1932

Abstract

Classic theory relates herbivore pressure to the ecology and evolution of plant defenses. Here, we summarize current trends in the study of plant–herbivore interactions and how they shape the evolution of plant chemical defenses, host choice, and community composition and diversity. Inter- and intraspecific variation in defense investment is driven by resource availability. The evolution of defenses at deeper nodes of plant phylogeny is conserved, yet defenses are highly labile at the tips. On an ecological timescale, while greater specialization of tropical herbivores enhances local diversity by reducing the performance of plants with similar defenses, in temperate ecosystems with more generalist herbivores, rare defense profiles are at a disadvantage. On an evolutionary timescale, host choice by herbivores is largely determined by plant defenses rather than host phylogeny, leading to evolutionary tracking by herbivores rather than cocladogenesis. The interplay between plants and herbivores shapes both the origin and maintenance of diversity.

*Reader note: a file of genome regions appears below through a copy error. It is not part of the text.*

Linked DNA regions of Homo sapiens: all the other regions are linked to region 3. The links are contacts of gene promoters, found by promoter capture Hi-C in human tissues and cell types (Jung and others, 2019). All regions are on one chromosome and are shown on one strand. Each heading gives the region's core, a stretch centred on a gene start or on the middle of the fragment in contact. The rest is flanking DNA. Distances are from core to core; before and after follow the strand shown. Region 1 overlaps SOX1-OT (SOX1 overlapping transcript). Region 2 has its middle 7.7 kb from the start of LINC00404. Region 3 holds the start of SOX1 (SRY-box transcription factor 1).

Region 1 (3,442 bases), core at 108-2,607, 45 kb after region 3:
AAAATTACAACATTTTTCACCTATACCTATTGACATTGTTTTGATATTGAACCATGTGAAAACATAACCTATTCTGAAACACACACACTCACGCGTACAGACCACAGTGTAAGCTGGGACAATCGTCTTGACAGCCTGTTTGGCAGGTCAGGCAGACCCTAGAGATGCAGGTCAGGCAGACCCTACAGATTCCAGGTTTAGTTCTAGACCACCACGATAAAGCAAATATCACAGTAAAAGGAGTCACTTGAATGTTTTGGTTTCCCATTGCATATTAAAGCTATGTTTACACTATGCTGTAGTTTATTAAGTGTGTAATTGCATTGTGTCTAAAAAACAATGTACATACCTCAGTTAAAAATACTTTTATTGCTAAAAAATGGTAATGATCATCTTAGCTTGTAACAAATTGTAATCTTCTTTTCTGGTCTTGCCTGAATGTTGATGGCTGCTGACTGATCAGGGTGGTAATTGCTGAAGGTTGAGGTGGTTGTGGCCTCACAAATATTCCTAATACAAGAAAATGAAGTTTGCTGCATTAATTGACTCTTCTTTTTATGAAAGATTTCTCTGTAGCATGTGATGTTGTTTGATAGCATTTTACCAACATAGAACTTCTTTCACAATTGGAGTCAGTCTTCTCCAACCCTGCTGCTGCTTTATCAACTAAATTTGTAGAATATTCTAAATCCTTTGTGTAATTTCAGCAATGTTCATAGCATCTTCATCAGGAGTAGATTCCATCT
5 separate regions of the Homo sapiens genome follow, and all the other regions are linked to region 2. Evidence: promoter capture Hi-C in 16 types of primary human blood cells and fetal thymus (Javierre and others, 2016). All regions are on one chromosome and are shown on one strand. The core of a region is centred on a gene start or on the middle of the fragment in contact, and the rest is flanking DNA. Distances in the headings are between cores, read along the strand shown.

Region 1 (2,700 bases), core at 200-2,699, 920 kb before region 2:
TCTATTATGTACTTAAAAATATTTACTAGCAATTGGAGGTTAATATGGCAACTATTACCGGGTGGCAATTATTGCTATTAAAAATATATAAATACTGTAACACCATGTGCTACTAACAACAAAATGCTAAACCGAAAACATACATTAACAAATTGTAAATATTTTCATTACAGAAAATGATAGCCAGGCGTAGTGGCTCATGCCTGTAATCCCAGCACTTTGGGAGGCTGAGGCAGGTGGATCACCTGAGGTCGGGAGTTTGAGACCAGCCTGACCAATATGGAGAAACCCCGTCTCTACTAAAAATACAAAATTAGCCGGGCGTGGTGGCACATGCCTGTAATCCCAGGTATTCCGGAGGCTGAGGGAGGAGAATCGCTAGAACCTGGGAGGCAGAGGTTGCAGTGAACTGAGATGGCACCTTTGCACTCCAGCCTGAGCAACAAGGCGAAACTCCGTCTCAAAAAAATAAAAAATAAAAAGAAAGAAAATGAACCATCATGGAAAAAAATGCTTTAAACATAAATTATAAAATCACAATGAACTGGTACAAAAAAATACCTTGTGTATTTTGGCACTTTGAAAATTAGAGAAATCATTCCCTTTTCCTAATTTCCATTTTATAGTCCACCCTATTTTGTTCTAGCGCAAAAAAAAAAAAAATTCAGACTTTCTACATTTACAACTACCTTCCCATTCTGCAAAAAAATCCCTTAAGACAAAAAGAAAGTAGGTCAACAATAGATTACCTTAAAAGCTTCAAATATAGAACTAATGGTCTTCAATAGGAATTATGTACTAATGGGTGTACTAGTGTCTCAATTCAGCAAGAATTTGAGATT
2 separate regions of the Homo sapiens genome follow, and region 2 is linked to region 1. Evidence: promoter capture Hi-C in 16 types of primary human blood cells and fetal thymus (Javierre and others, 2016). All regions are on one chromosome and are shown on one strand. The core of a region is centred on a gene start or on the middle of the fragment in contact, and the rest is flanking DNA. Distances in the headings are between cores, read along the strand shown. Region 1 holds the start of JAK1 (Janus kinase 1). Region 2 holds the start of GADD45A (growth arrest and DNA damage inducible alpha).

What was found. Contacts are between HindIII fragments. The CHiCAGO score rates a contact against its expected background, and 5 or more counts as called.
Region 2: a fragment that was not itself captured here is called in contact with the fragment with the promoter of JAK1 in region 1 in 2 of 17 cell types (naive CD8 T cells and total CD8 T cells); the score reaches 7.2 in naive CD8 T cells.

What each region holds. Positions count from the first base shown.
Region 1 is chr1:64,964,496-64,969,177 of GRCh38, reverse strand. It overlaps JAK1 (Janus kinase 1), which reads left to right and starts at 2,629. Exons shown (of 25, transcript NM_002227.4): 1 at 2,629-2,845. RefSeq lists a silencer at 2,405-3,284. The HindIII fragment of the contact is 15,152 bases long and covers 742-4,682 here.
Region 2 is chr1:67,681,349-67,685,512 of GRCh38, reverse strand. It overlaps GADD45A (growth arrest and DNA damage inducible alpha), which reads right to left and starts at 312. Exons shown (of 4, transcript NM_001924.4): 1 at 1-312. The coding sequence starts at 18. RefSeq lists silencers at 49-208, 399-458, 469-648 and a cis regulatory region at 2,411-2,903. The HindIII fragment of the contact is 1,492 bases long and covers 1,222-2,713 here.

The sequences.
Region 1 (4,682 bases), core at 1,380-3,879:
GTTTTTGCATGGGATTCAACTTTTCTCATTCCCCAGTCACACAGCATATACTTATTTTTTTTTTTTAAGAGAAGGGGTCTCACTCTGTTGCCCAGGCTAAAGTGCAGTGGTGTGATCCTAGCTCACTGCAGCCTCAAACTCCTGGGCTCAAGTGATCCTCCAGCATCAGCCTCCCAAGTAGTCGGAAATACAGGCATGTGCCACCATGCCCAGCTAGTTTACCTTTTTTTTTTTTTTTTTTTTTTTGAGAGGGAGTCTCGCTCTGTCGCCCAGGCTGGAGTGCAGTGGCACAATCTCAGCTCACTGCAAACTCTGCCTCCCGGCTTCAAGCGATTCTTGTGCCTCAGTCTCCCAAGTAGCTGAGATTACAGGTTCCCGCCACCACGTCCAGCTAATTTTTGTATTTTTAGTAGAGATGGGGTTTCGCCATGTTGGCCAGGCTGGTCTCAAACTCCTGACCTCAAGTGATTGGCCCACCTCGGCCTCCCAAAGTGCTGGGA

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2023-11-02
2024-06-21
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